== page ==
It's been almost 29 years since a Union Carbide pesticide plant exploded in Bhopal, India. The 1984 tragedy — one of the worst industrial accidents in history — has killed at least 20,000 people, and contamination at the accident site continues to put the surrounding community's health at risk.
Last month, a New York court once again denied justice for Bhopal victims when it upheld a previous judgment dismissing all claims against Union Carbide and its former CEO, Warren Anderson. Attorney Rajan Sharma, who represented the survivors, called the decision a "whitewash."
Honey Bees and Pesticides: State of the Science, a 22-page report on the factors behind colony collapse disorder (CCD) with a sustained focus on the particular role of pesticides. The report documents evidence that pesticides are a key factor in explaining honey bee declines, both directly and in tandem with two leading co-factors, pathogens and poor nutrition. These studies, in U.S.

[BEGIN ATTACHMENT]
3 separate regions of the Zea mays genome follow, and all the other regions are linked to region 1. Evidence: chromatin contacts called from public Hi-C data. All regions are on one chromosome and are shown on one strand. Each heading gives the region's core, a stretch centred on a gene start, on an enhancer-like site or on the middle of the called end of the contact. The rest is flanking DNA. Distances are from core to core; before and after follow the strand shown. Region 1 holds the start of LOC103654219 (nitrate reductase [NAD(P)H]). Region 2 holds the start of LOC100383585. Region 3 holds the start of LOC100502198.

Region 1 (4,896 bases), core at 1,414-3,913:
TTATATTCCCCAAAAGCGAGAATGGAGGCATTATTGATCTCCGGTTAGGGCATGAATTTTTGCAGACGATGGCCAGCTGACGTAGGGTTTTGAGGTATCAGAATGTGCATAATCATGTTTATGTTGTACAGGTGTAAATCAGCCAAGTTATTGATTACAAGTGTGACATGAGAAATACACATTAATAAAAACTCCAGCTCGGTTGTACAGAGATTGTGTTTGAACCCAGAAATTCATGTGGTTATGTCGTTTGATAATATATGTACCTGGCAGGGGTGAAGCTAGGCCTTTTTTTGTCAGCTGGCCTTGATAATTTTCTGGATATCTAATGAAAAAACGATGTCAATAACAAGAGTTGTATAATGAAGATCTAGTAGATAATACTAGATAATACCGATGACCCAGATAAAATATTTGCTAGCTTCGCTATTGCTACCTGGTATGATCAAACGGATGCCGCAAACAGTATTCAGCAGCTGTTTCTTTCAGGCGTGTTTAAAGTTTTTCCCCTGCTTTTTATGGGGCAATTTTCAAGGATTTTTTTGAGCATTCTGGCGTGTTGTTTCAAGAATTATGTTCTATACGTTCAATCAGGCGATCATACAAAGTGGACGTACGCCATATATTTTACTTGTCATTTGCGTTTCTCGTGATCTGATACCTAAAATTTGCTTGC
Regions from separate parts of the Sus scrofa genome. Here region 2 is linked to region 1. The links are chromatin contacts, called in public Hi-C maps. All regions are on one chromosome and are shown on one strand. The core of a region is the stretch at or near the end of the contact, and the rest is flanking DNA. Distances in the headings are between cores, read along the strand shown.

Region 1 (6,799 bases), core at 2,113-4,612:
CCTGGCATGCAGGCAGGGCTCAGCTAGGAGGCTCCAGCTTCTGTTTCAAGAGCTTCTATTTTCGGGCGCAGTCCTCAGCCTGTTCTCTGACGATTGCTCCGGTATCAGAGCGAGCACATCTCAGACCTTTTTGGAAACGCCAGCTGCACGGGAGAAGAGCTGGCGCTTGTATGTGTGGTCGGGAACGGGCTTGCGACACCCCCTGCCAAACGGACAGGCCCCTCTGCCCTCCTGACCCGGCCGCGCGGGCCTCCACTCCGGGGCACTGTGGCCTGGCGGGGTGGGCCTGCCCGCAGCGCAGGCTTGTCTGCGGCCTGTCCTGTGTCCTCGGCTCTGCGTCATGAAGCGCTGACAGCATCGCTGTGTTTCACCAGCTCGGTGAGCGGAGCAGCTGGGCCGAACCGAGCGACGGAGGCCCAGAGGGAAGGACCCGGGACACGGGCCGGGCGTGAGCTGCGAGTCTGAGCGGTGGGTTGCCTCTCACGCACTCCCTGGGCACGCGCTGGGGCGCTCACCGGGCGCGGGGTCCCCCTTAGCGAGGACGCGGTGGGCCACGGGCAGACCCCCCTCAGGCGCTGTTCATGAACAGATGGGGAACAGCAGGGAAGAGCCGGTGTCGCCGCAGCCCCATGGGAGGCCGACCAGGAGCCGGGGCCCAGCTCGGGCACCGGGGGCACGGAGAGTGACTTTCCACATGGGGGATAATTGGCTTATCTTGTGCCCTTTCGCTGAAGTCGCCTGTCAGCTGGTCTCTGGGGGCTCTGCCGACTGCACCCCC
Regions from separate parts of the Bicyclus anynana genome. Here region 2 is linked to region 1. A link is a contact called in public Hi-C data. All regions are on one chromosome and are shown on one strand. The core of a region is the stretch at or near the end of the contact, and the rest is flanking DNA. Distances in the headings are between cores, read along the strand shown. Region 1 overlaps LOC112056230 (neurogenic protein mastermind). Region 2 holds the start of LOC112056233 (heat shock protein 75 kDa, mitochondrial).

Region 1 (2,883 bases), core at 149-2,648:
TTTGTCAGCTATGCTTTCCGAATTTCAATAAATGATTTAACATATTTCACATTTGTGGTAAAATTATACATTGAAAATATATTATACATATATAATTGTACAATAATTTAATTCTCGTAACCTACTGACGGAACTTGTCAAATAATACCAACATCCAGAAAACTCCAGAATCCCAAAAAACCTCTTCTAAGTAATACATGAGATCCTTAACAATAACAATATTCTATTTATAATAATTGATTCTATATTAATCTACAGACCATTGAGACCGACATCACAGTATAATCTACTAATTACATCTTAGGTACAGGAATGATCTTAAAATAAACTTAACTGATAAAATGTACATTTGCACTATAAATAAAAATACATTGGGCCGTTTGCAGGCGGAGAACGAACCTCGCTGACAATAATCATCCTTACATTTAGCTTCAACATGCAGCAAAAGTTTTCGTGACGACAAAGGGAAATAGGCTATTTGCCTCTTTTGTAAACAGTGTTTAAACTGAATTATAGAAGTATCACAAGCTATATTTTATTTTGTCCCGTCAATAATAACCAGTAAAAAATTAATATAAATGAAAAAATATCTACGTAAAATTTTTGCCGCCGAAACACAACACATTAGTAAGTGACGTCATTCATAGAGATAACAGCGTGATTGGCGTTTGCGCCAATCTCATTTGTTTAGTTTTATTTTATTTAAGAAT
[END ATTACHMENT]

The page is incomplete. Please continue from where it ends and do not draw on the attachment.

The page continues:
For more than 50 years, Dow Chemical Company and Shell Oil knowingly included a highly toxic waste chemical in their fumigant pesticide products, rather than paying to dispose of it properly. The chemical, 1,2,3-trichloropropane (TCP), is a known carcinogen.
TCP is considered a "garbage" chemical because it is a by-product of the plastics manufacturing process — it is not intentionally produced. By including TCP in their fumigants, which are widely used in California to kill nematodes, Dow and Shell Oil contaminated drinking water in communities throughout the San Joaquin Valley. Several cities are now suing both companies for cleanup costs.